I jumped on the TV backlighting, aka "bias lighting" trend, in 2018 when I picked up a DreamScreen 4K for my 65-inch Samsung. While it has served me well, the company, unfortunately, went bankrupt, and while it still works, it's not ideal (it has issues with my Google Chromecast 4K). Enter Govee, who has been challenging Phillips Hue for the best home-lighting system with its DreamView.
I've spent the last few weeks with the DreamView LED TV kit, and I liked it so much that I bought another one for my other TV. Here's why you should consider getting one for your home and why bias lighting is more than just looking cool.
Bottom line: One of the most affordable and best-supported options for backlighting your TV. Easy setup and decent color reproduction make the Govee DreamView kit easy to recommend.
- Easy to set up
- Good color reproduction and brightness
- Reasonably priced
- Integrates with Google, Siri, and Alexa
- Can be used for your PC
- Camera sensor is not great looking
- No zone control
- Slight delay for fast-moving content like gaming
- No way to automatically turn it on/off
Govee DreamView T1 Pro TV: Price and availability
The Govee DreamView T1 kit with dual light bars can be ordered through Amazon or Govee direct. It retails for $150, but Govee often runs sales bringing the price down to $120. Unfortunately, Govee does not yet have distribution at Best Buy. For those who want just the backlighting for the TV without the added light bars, you can get that kit for $90 ($72 on sale).
Govee DreamView T1 Pro TV: What's good
Opening the package, you are greeted with many pieces in the kit, including the RGBIC LED strip, dual RGBIC light bars + stands, the ColorSense 1080p HD camera, the connector box, wire clips, calibration markers, and instructions.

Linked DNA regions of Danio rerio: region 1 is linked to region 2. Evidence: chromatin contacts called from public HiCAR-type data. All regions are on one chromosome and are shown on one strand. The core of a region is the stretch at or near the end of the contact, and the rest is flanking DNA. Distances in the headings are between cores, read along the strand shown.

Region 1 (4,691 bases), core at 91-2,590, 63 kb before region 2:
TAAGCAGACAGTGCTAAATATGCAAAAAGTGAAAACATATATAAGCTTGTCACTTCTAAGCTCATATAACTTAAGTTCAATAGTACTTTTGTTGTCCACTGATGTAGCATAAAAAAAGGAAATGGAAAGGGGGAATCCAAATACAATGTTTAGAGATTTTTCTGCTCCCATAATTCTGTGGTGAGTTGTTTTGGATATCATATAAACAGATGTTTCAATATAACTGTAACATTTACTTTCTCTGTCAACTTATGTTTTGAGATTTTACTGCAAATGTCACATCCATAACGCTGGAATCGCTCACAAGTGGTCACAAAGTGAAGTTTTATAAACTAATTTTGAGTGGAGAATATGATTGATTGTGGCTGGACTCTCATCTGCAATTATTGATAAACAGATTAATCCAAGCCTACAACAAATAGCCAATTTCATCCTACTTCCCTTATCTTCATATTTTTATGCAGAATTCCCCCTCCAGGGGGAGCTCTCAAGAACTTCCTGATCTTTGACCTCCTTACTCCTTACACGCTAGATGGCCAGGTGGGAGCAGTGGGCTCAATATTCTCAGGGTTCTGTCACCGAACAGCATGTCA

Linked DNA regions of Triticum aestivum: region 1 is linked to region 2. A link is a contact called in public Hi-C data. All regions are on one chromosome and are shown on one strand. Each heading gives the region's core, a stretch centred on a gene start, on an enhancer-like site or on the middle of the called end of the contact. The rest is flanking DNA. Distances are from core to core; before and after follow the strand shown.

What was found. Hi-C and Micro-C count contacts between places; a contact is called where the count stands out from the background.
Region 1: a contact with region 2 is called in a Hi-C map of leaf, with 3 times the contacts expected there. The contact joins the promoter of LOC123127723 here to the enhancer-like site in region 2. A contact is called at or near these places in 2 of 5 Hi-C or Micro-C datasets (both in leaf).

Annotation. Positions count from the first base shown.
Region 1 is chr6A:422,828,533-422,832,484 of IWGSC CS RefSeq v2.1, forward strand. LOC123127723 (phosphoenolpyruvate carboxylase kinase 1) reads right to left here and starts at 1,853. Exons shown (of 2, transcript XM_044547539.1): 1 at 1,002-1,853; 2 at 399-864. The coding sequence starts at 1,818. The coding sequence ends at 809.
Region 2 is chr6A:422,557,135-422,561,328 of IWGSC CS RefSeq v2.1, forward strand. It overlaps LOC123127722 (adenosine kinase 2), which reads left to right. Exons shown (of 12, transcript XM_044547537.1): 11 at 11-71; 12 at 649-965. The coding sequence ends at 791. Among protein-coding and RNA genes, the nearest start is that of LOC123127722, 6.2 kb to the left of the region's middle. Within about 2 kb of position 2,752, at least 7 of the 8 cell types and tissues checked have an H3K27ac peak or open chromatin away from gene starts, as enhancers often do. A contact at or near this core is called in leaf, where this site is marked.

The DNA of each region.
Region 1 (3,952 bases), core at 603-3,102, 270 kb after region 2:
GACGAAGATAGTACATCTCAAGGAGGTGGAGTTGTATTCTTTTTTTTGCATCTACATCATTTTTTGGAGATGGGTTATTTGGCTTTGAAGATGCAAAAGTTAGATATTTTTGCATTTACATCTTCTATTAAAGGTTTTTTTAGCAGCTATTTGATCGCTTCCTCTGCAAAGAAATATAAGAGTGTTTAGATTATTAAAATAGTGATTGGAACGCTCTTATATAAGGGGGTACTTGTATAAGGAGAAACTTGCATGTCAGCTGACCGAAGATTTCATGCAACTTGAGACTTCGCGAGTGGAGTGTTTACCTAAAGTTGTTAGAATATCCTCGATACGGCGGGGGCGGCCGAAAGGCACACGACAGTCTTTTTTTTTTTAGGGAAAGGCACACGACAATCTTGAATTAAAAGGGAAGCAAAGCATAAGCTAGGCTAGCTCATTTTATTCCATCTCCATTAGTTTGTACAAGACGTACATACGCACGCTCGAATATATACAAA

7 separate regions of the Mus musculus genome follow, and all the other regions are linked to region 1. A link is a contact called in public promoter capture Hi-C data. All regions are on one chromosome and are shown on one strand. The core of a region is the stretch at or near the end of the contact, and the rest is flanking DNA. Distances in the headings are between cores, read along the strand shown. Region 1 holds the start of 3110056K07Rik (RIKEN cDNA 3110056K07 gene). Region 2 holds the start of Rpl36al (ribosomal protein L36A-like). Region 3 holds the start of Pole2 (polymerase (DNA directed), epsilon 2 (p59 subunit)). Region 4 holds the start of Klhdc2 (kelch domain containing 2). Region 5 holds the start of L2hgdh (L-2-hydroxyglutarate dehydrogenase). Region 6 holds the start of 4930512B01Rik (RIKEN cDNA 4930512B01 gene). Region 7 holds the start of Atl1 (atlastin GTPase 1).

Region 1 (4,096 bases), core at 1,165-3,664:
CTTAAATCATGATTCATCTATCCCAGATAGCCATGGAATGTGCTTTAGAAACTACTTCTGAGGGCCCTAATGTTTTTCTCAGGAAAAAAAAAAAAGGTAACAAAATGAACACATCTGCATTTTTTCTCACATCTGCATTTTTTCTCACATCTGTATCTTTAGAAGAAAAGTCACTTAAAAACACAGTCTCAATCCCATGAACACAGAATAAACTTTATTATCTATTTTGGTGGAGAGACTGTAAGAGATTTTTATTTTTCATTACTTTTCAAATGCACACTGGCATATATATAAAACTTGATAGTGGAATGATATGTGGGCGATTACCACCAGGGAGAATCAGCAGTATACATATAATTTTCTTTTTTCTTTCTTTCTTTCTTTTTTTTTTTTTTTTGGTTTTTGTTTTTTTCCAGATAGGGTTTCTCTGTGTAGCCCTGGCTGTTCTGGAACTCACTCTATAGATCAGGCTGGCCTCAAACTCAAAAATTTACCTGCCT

Installing the backlighting for your 55- to 65-inch TV is simple. First, dry run the LEDs to make sure they fit your TV, then peel away the 3M backing to adhere it to the rear of the TV. Govee includes plastic wire clips to hold down the LEDs near the corners where they may loosen up over time. These are extremely helpful for cable management, and I was thrilled to see them included.
The dual light bars are self-explanatory. Just slip them into their respective stands and have them flank your TV on either side, giving them enough room to let them shine (and not wholly overlap the TV's LEDs).
The ColorSense 1080p HD camera is a controversial design because it sticks out, literally. You can install it on top or the bottom of the TV, so the choice is good, and it depends on whether you have a lot of overhead lighting. I installed the camera on the bottom and found it less distracting than on top. That camera "reads" your TV's screen in real-time to reproduce lighting on the sides of the TV. It's a clever solution.
The good news is because of the camera there is no HDMI-intercept component here (unlike my DreamScreen 4K). That means you can use Govee DreamView with any Smart TV OS as the camera reads whatever is on screen at the time. Whether your content comes from an Xbox Series X, Google Chromecast, or your TV's smart apps, it all works.